Professional Integrity and the OAH
During the past two years the executive board of the Organization of American Historians has engaged in an extensive discussion of issues of academic freedom and professional ethics. These discussions have been provoked, for the most part, by highly publicized accusations of professional misconduct. At the annual meeting in Memphis the board voted to appoint an ad hoc Committee on Professional Standards to help formulate guidelines for responding to the issues raised by such cases in the future.
The OAH executive board approved a Statement on Honesty and Integrity in April 2002. It also endorsed the American Historical Association Statement on Plagiarism in April 2002 and the Scholarship and Teaching sections of the AHA Statement on Standards of Professional Conduct in April 2003. The AHA documents can be viewed here.
OAH Statement on Honesty and Integrity
At its spring 2002 board meeting, the executive board adopted the following statement endorsing and amplifying the American Historical Association’s Statement on Plagiarism. The board’s intent was to address honesty and integrity in the classroom and specifically condemn lying by teachers and professors:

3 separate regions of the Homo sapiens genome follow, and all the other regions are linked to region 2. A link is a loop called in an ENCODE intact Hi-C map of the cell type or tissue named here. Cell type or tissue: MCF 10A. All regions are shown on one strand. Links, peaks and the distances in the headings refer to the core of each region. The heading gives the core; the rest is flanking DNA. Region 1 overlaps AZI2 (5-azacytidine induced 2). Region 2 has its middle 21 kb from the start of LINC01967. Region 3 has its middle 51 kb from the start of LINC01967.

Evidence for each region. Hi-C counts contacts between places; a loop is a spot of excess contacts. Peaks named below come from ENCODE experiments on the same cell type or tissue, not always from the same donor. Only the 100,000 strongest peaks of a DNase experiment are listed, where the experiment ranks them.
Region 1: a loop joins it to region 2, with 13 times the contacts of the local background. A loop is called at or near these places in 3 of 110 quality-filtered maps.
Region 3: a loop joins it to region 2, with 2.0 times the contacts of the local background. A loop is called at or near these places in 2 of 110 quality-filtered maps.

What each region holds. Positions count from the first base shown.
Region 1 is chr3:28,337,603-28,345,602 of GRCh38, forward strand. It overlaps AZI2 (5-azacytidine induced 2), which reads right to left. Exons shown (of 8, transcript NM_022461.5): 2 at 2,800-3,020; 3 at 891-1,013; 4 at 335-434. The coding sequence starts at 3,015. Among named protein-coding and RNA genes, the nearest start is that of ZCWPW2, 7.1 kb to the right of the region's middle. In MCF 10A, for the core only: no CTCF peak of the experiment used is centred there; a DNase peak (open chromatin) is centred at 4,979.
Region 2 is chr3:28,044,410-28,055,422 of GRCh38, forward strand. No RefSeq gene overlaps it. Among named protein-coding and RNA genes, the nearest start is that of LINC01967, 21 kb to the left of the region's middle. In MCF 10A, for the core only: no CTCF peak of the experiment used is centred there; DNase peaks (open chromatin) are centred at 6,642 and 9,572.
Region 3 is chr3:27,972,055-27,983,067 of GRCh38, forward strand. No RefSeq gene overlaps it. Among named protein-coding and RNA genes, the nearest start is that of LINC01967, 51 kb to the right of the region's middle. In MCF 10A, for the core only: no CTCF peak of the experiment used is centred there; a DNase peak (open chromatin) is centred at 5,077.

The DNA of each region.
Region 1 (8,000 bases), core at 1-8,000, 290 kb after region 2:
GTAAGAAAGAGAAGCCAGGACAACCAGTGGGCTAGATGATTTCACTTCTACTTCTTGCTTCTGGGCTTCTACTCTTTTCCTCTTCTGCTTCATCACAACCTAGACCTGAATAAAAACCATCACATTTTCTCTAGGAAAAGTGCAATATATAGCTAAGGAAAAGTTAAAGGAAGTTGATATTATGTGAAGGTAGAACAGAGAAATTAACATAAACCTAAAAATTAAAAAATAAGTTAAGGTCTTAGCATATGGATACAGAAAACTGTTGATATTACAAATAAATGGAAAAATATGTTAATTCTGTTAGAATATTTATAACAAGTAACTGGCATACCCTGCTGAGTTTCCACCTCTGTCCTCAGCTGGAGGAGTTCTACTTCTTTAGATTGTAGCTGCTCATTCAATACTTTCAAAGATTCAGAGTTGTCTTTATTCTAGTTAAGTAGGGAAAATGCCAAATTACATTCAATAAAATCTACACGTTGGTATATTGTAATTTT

- Honesty and integrity should undergird the work of all historians. Historians seek truth about the past in an effort to better understand historical developments and how they relate to the present and future.
When students encounter historians in the pre-collegiate, community college, and university classroom, there is an implicit trust on the part of the student that the history teacher or professor will convey a truthful representation of the past when s/he is discussing historical themes, events, places, or individuals. The OAH categorically condemns lying as well as falsification and deliberate distortion in the teaching of history. Such mendacity is an ethical violation of the principle of truth on which the historical profession is based.
Similarly, plagiarism also undermines the search for truth. Stealing another writer’s work and offering it as one’s own is not only a violation of law that can result in legal action, but it is an attack on the credibility of the historical profession as a whole. The OAH endorses the American Historical Association Statement on Plagiarism, amended in January 2002, and its conclusion that “All historians share responsibility for maintenance of the highest standards of intellectual integrity. . . . Scholarship flourishes in an atmosphere of openness and candor, which should include the scrutiny and discussion of academic deception.”